A former Western Michigan University student has been charged with making threats last year about a campus shooting.get more >>
A former Western Michigan University student has been charged with making threats last year about a campus shooting. get more >>
Protestors made their voices heard at Lansing Community College Monday night.
LCC faculty and students picketed outside the Administration Building Monday evening. The group says the college has its priorities out of line.
Protestors say the college isn't putting students first. Armed with signs, dozens of LCC teachers and faculty took to the streets in protest. Most are angry about still not having a contract after more than a year.
"It's frustrating, I mean, we understand there are difficult times right now but we feel like we've already sacrificed quite a bit," said Sally Pierce, LCC teacher.
While they say they've been sacrificing, LCC has made an offer to buy Oliver Towers for $2.5 million while at the same time, cutting programs for students.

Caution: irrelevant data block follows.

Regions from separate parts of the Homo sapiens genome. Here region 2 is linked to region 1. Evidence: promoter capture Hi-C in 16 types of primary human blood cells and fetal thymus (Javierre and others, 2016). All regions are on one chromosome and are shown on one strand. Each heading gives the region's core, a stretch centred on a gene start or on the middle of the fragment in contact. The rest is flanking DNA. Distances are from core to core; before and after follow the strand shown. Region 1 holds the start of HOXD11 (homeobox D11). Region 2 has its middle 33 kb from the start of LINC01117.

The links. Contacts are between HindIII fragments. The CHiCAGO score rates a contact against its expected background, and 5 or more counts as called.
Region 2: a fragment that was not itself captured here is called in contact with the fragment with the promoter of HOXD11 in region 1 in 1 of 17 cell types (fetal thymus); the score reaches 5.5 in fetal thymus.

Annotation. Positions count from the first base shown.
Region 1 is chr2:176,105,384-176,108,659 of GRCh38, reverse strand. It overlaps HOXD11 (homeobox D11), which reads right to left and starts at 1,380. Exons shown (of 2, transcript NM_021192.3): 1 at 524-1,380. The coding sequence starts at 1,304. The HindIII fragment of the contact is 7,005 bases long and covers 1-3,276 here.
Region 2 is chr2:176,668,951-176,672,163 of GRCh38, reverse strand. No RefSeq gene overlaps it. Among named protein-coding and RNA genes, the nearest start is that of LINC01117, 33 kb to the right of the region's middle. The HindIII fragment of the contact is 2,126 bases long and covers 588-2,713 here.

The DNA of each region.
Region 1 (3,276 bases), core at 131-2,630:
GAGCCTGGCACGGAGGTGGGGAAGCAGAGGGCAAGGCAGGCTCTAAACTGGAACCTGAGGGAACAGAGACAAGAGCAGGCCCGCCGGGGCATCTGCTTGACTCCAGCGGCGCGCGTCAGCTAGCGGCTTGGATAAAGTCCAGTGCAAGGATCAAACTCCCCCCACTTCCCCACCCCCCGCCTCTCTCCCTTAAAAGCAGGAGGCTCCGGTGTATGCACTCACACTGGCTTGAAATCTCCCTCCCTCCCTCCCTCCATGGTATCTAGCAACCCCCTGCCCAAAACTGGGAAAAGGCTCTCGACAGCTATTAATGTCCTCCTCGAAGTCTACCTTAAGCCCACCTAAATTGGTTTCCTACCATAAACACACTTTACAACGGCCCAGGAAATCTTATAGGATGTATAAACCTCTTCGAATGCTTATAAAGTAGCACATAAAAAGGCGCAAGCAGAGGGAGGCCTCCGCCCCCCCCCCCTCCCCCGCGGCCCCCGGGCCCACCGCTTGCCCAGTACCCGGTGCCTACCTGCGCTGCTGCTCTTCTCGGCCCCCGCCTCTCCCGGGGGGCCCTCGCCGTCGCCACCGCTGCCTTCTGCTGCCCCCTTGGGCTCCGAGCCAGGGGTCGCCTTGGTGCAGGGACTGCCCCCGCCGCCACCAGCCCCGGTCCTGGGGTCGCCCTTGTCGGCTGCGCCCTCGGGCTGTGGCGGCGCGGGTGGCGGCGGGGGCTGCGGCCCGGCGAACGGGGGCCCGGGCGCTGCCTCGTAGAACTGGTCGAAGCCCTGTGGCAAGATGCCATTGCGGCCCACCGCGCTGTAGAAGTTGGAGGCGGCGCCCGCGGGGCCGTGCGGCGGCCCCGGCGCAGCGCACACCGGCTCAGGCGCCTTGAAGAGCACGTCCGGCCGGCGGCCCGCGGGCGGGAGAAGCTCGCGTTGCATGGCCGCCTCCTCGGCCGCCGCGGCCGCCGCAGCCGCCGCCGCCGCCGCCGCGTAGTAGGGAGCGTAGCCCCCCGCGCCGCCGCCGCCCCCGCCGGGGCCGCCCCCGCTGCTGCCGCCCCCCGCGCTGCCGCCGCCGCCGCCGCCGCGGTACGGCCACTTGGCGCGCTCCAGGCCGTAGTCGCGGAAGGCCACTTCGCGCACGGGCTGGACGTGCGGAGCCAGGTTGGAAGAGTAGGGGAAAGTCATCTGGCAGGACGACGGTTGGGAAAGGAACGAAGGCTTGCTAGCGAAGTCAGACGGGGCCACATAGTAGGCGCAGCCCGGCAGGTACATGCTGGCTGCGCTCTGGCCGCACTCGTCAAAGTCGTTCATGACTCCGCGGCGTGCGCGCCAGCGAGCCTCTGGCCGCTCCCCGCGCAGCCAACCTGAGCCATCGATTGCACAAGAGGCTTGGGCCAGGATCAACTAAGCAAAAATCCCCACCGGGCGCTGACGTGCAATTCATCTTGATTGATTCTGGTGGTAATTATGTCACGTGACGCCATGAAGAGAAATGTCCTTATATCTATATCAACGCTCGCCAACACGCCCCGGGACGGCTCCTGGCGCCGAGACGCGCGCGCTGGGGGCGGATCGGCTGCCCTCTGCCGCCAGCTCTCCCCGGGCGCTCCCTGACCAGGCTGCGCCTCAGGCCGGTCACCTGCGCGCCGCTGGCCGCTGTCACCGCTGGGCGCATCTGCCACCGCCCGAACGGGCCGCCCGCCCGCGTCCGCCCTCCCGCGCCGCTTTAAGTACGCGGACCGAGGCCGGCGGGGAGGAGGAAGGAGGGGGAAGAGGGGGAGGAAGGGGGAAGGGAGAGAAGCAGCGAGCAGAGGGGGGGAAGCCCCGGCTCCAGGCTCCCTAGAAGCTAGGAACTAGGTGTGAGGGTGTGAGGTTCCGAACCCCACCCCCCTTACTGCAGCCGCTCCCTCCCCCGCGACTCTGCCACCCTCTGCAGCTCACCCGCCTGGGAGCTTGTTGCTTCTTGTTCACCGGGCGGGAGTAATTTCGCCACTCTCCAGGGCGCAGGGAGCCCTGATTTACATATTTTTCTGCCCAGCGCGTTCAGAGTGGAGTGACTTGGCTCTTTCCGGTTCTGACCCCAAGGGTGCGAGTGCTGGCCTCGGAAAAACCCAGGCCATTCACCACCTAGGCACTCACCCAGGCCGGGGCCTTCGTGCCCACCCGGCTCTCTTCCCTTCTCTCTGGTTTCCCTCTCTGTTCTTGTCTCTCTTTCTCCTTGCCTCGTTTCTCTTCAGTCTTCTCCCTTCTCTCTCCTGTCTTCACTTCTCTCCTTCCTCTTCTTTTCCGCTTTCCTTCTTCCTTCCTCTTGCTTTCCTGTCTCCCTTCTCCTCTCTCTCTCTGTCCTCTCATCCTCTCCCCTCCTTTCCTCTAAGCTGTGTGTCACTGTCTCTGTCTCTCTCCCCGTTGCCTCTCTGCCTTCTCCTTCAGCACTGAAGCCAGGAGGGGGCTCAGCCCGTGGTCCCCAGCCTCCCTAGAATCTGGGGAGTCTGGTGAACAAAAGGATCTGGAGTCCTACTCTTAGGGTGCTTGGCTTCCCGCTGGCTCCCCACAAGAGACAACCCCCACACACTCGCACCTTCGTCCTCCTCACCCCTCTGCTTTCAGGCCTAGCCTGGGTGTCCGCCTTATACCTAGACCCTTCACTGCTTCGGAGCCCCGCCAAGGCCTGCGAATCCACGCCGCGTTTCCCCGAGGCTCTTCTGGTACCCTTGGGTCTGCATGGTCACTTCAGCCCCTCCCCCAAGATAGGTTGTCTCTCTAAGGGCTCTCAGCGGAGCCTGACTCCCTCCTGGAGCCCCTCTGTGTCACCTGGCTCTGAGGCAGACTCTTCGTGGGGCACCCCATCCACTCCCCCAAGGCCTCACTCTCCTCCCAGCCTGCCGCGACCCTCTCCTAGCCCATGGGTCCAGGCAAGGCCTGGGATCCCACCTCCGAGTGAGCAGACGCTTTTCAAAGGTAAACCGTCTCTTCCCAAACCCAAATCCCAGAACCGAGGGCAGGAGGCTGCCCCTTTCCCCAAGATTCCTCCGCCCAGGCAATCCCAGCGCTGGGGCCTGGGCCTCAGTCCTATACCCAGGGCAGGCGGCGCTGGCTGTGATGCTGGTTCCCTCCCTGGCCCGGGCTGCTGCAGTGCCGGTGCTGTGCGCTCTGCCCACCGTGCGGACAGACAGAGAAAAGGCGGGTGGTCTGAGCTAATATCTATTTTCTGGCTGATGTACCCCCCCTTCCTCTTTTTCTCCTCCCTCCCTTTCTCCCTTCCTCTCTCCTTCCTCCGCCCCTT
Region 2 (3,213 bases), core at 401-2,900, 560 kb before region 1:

"If you have money and surplus to be discussing outside ventures or acquisitions, why wouldn't you have money to take care of the people that are serving your customer, the students," said Kevin Karpinski with the Michigan Education Association.
They are wondering why the school doesn't have the money to settle contracts.
"Where's that money? I mean, it doesn't make any sense," said Bill Ceaser, LCC faculty member.
Larry Meyer, the chair of the LCC Board of Trustees says Oliver Towers is about keeping the college competitive.
"We want to be able to scale, we want to be able to grow and fit the needs of a changing educational community. We can't stand still," said Meyer.
Meyer says contracts take time and argues the college is only doing what's best for students.
"We're all focused on student success, what's best for our students, what's best for our staff, what's best for our faculty. It's all about success, but focusing on the student," said Meyer.
Those protesting argue, what's best for students, is teachers in the classroom with a contract.
Many protestors also voiced concerns about cuts to programs like hospitality, culinary arts and horticulture.